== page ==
Ms Moser, condemned by the leader of Germany's governing Christian Democrats as "irresponsible", has been accused by another senior right-winger of "leading the march towards a Republic of the Inebriated". The dealers designated for the task were outraged: "A large majority of pharmacists oppose the sale of hashish," thundered their national organisation.
Schleswig-Holstein's government has approved a pilot project proposed by Ms Moser, a Social Democrat, to make cannabis available over the counter in chemists.
In order to prevent "drug tourism", shoppers will have to show identity papers to prove they are local residents. In addition, cannabis users, estimated to number 50-80,000 in the state, could be required to register to receive special coupons.
The scheme's objective is to sever the link between hard and soft drugs, thus depriving the underworld of a large chunk of its income. With no hash to peddle, it is thought, many dealers would go out of business.
The regional government, citing medical opinion, is adamant that marijuana poses less risk to health than the "intensive intake of alcohol or nicotine". Weaned off the dealers and at last decriminalised, the authorities hope that young users will shun the dodgy characters pushing harder drugs on street-corners. "The controlled sale of cannabis could be the suitable means for preventing drug abuse," Ms Moser asserts.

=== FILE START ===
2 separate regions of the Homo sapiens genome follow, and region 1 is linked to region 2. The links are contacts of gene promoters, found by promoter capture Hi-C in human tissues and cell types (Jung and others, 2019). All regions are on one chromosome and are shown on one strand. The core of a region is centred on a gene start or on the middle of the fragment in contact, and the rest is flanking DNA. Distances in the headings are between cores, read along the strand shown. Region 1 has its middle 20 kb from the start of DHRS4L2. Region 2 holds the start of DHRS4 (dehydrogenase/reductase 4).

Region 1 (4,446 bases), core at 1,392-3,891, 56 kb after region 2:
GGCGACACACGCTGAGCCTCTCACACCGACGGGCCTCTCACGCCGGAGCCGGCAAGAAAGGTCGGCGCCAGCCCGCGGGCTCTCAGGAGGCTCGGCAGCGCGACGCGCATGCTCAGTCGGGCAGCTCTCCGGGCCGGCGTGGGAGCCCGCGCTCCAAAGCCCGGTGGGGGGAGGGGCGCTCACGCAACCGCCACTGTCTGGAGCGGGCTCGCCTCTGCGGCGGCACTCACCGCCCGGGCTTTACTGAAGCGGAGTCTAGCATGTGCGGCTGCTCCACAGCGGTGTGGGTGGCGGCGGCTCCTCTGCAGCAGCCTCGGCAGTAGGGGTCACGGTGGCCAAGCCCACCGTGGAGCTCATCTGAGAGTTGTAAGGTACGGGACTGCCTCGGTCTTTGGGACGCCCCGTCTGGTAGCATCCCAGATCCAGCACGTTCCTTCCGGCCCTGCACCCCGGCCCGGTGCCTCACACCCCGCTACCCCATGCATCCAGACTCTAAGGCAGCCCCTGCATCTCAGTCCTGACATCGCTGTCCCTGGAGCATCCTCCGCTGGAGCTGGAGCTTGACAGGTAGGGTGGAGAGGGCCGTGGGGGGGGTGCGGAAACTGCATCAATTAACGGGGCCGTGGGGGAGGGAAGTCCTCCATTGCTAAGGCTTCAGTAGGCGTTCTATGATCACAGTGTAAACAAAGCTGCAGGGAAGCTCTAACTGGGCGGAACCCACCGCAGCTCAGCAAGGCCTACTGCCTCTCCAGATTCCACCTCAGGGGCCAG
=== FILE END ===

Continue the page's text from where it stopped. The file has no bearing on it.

What kind of grass the youth of Schleswig-Holstein will be smoking is yet to be resolved. The government faces the dilemma of licensing the purchase of top-quality imports handled by the godfathers, or allowing local farmers to grow the an inferior brand in greenhouses.
The final word will come from the federal drugs agency, which is expected to pronounce its verdict within a month. But any hope that the decision will be based solely on medical grounds seems forlorn. The debate has taken on a left-versus-right complexion, pitting Chancellor Helmut Kohl's conservative government against the "pinkos" of the north.
If the scheme is vetoed under pressure from Bonn, the humble hemp could trigger a constitutional crisis. Schleswig-Holstein, one of 16 Lander empowered to run their own affairs, claims it is acting on the instructions of Germany's supreme court, which ruled in 1994 that regional governments should seek new ways to combat hard drugs. But if Ms Moser's proposals go through, the people of Schleswig-Holstein can look forward to a merry Christmas, while the rest of the country will be drowning its envy in beer.Reuse content